William S. Middleton Memorial Veterans Hospital
Operation Desert Shield
One of the main concerns to the West was the significant threat Iraq posed to Saudi Arabia. Following the take-over of Kuwait, the Iraqi army was within easy striking distance of Saudi oil fields. Control of these fields, along with Kuwaiti and Iraqi reserves, would have given Saddam Hussein control over the majority of the world's oil reserves. Iraq also had a number of reasons to not get along with Saudi Arabia. The Saudis had lent Iraq some 26 billion dollars during its war with Iran. The Saudis supported Iraq, as they feared the power of Shia, Iran's Islamic revolution on its own Shia minority. After the war, Saddam felt he should not have to repay the loans due to the help he had given the Saudis by fighting Iran.
Acting on the policy of the Carter Doctrine, and out of fear the Iraqi army would launch an attack on Saudi Arabia; U.S. President George H. W. Bush quickly announced that the U.S. would launch a "wholly defensive" mission to prevent Iraq from invading Saudi Arabia under the nickname Operation Desert Shield. Operation Desert Shield began August 7, 1990 when U.S. troops were sent to Saudi Arabia. Their deployment was also influenced by the request of Saudi ruler, King Fahd, who had earlier called for U.S. military assistance. On August 8th, the "wholly defensive" doctrine was quickly abandoned when Iraq declared Kuwait to be its 19th province and Saddam Hussein named his cousin, Ali Hassan Al-Majid, as its military-governor.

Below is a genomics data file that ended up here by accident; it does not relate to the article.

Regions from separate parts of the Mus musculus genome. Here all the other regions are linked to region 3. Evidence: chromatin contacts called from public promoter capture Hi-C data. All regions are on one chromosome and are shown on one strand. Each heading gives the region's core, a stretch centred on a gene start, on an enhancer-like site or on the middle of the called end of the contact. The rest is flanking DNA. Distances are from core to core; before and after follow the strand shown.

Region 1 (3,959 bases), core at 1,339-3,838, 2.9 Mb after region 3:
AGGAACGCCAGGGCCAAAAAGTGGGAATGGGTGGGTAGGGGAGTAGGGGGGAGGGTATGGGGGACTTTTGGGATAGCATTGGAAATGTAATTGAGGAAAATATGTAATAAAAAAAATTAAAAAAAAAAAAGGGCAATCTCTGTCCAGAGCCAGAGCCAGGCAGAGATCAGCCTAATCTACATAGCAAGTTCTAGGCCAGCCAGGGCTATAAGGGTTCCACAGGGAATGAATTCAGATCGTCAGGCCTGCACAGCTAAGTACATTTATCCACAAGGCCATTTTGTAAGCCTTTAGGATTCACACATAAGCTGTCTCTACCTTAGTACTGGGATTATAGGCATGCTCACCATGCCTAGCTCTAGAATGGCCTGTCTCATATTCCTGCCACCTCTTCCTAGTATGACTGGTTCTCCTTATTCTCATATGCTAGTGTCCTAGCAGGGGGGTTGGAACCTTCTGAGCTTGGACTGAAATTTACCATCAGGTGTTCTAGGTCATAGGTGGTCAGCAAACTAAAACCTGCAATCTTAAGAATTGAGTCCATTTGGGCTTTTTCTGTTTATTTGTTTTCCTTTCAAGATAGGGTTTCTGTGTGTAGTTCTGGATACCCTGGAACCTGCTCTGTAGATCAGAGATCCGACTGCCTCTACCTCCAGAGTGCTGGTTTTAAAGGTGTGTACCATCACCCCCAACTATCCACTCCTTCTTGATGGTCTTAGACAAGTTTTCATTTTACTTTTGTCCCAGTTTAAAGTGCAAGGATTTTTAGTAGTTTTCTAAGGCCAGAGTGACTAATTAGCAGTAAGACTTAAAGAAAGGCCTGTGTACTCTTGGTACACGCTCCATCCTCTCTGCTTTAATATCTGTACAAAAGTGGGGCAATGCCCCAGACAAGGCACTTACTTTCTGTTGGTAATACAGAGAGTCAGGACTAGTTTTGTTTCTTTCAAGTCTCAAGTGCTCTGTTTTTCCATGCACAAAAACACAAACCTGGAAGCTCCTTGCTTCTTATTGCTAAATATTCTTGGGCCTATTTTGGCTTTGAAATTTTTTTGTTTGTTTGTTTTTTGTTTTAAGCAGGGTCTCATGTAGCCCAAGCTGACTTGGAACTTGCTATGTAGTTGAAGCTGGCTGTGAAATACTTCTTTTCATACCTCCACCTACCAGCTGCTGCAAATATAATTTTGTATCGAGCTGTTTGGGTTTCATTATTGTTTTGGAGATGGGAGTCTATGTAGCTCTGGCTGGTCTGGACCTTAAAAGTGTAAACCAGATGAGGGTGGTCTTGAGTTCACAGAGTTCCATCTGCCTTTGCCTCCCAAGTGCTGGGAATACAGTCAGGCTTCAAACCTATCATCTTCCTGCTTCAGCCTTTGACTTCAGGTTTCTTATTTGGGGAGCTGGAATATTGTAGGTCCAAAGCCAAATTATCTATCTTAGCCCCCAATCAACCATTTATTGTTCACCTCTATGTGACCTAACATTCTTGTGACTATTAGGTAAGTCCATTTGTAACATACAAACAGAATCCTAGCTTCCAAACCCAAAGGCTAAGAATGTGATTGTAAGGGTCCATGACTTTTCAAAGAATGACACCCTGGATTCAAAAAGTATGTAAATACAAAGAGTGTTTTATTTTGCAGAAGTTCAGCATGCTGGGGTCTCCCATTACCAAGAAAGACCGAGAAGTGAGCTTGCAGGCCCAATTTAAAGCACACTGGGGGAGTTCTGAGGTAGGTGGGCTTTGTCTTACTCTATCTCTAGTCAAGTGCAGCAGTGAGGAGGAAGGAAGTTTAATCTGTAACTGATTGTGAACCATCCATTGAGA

The United States Navy sent off two naval battle groups built around the aircraft carriers USS Dwight D. Eisenhower and USS Independence to the Gulf, where they were ready by August 8th. The U.S. also sent the battleships USS Missouri and USS Wisconsin to the region. A total of 48 U.S. Air Force F-15s from the 1st Fighter Wing at Langley Air Force Base, Virginia landed in Saudi Arabia, and immediately, began round-the-clock air patrols of the Saudi–Kuwait–Iraq borders to hold off further Iraqi military advances.
Military buildup continued from there, eventually reaching 543,000 troops; twice the number used in the 2003 attack of Iraq. Much of the material was airlifted or carried to the staging areas by fast sealift ships, allowing a quick buildup.
On January 17, 1991, it became clear that Saddam would not withdraw, and Desert Shield became Desert Storm.